How the Conference in Albuquerque was Different

I wrote a post a couple of weeks ago regarding my excellent trip to Albuquerque, New Mexico for a conference on the two halves of life hosted by The Center for Action and Contemplation.  The conference was mostly attended by Catholics (“catholic” really means universal and can apply to all of us, but I’m referring to mostly Roman Catholics) with a smattering of Protestants (btw, I’ll be using the term “evangelical” loosely – I’ll be using it almost synonymously with “protestant”) like myself in the crowd, and I thought I’d delve deeper into how this conference was different than many of the evangelical conferences I’ve attended (you can see reflections of some of these evangelical conferences here, here, here, here, and here).

Now, please keep in mind that I have greatly enjoyed many of the evangelical conferences I’ve attended (you can consult my posts for that).

At the same time, I greatly enjoyed this conference, even though there were certain different elements to my time with Father Rohr and company.

So here’s my take on what was different (not better or worse – just different)…

1.  I didn’t have a “to-do” list at the end of this conference – Sure, there were books I wanted to read, or prayers I wanted to practice, but there wasn’t an “action plan” to put in place in my life or context (New Life Fellowship).  Instead, I’ve spent more extended time reflecting on what I learned since the conference.

2.  Somewhat related, the evangelical conferences I’ve attended seem to focus on growth and getting better (hence the need for “to-do” lists), whereas this conference was purely about the soul. There were no “how-to” talks… the talks were more “why” talks.  In one of the q & a sessions in the pre-conference, I asked a “how to question”.  The response to the how-to was, “first you have to understand why we…”  It just goes to show how I’ve been conditioned at this stage in my life.

3.  Evangelical Conferences tend to loud and multi-sensory – this conference was quiet and multi-sensory – There was hardly any multimedia or blaring sound systems – just a mic, a couple of dramas with soft background music, and powerpoint slides with classical music.  We started every morning with 20 minutes of silent centering prayer.

At every break we were led in times of silence.  We had invitations to extended times of silence during some 20 minute breaks.  We also were asked to notice our breathing and to sit in postures of attentiveness.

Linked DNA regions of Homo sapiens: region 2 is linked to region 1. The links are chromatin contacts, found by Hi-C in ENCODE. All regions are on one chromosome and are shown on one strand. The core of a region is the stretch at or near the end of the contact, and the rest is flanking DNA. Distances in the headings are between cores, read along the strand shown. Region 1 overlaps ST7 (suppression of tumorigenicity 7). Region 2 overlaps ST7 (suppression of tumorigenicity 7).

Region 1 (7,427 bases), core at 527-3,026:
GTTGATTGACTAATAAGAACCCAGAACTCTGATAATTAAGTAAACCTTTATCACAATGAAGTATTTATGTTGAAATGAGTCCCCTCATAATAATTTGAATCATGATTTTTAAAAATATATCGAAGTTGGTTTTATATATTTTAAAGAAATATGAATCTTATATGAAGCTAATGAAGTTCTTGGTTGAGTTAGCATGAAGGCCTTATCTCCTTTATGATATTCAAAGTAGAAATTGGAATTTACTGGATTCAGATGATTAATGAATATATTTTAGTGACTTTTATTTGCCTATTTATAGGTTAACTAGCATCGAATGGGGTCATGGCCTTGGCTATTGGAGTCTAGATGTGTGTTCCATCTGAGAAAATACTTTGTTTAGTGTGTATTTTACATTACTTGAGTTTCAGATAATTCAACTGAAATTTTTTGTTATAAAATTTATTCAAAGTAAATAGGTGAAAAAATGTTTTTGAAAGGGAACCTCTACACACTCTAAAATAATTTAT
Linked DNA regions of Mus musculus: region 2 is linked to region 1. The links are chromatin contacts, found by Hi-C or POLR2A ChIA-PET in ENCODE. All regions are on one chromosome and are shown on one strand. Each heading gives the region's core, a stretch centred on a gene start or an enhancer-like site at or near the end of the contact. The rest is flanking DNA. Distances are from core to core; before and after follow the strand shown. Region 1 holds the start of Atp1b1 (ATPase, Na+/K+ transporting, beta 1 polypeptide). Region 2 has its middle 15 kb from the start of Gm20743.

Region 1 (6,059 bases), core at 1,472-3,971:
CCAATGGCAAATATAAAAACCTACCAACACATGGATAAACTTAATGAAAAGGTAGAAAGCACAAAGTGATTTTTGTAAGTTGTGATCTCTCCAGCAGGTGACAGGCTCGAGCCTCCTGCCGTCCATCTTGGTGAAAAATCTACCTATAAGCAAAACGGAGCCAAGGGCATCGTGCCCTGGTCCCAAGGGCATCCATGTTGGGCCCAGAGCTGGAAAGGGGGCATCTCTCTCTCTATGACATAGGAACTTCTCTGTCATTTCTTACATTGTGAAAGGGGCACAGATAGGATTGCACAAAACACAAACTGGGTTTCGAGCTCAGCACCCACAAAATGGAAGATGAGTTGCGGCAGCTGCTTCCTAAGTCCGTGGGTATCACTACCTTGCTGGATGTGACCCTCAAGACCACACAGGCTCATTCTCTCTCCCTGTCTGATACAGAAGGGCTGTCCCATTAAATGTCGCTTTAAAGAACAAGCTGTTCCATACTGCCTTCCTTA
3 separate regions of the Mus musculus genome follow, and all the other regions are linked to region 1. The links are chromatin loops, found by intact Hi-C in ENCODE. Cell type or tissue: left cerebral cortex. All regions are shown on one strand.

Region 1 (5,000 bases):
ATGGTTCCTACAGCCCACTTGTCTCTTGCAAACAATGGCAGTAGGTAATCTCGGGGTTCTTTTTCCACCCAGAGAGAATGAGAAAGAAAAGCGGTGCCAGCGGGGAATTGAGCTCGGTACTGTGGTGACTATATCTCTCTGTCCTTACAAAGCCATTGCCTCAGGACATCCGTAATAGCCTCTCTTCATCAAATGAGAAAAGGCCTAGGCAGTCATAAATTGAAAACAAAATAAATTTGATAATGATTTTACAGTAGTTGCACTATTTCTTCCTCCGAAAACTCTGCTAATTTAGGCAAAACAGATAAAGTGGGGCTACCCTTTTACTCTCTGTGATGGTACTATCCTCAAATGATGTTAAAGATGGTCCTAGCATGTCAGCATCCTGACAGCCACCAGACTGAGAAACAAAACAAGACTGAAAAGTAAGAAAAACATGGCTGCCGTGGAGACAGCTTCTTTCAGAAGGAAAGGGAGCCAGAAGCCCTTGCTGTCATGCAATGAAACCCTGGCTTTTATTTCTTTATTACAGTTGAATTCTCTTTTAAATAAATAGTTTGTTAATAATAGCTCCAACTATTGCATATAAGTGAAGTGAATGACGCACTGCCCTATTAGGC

The sessions usually included: a 45 min-1 hour talk, silence, table discussion, silence.

Usually I’m exhausted by the end of evangelical conferences.  I actually felt energized at the end of this conference (although it was hard to see the Jets lose that night).

4.  I mentioned this in an earlier post, but the average age was around 60 – I asked around if this demographic was an anomaly for this conference (it’s held annually), and one person actually told me, “it seems like the conference is actually getting younger.”  Wow.

I can’t think of am evangelical conference that would draw 1700 72 year-olds and other retired folks.

I think this speaks of the depth that was being shared at this conference.

At the same time, I’m wondering why young people didn’t go to this conference… I think it’s because it was in Albuquerque?  Or is the music and multi-media?

I actually think young people would be drawn to the content once they really knew what it was about… and if you’re a “young” person, please read Rohr and Rolheiser if you can.

5.  There was a cash bar where droves up people were enjoying a glass of wine during one of the breaks – You would NEVER see this at an evangelical conference. I’m not saying one is good or bad – I’m just saying it was different.

6.  Aside from the book and resource table, the table displays were ministries that served the marginalized in the area. Each display was rather humble (think foam board with crafts and marker), and they sold products made by different communities to help serve their respective neighborhoods.

There weren’t any tables for “church products that enhance ministry” or “pick up a free pen or t-shirt OR raffle to win a free ipad”.

That was different.

7.  In sum, this conference was all substance, very little style – I’ve noticed that evangelical conferences try to incorporate both style and substance at varying degrees.

But this conference was pure content – someone would talk, we’d sit in silence and reflect, we’d share with a neighbor or two, and then we’d be in silence again.

The brochures and handouts were simple Microsoft word handouts with no glossy state-of-the-art graphic designed imprints.  Some handouts were printed on blue paper, though.

And during our final worship gathering, we ended with the Bread and the Wine administered to each other, nothing more and nothing less.

And as a fitting close, it was a great reminder that all that’s really necessary in the grand scheme of life is indeed, The Bread and The Wine.


One response to “How the Conference in Albuquerque was Different

  1. You continue to inspire me bro! Thanks for sharing. Your insight and humility really speak to me.

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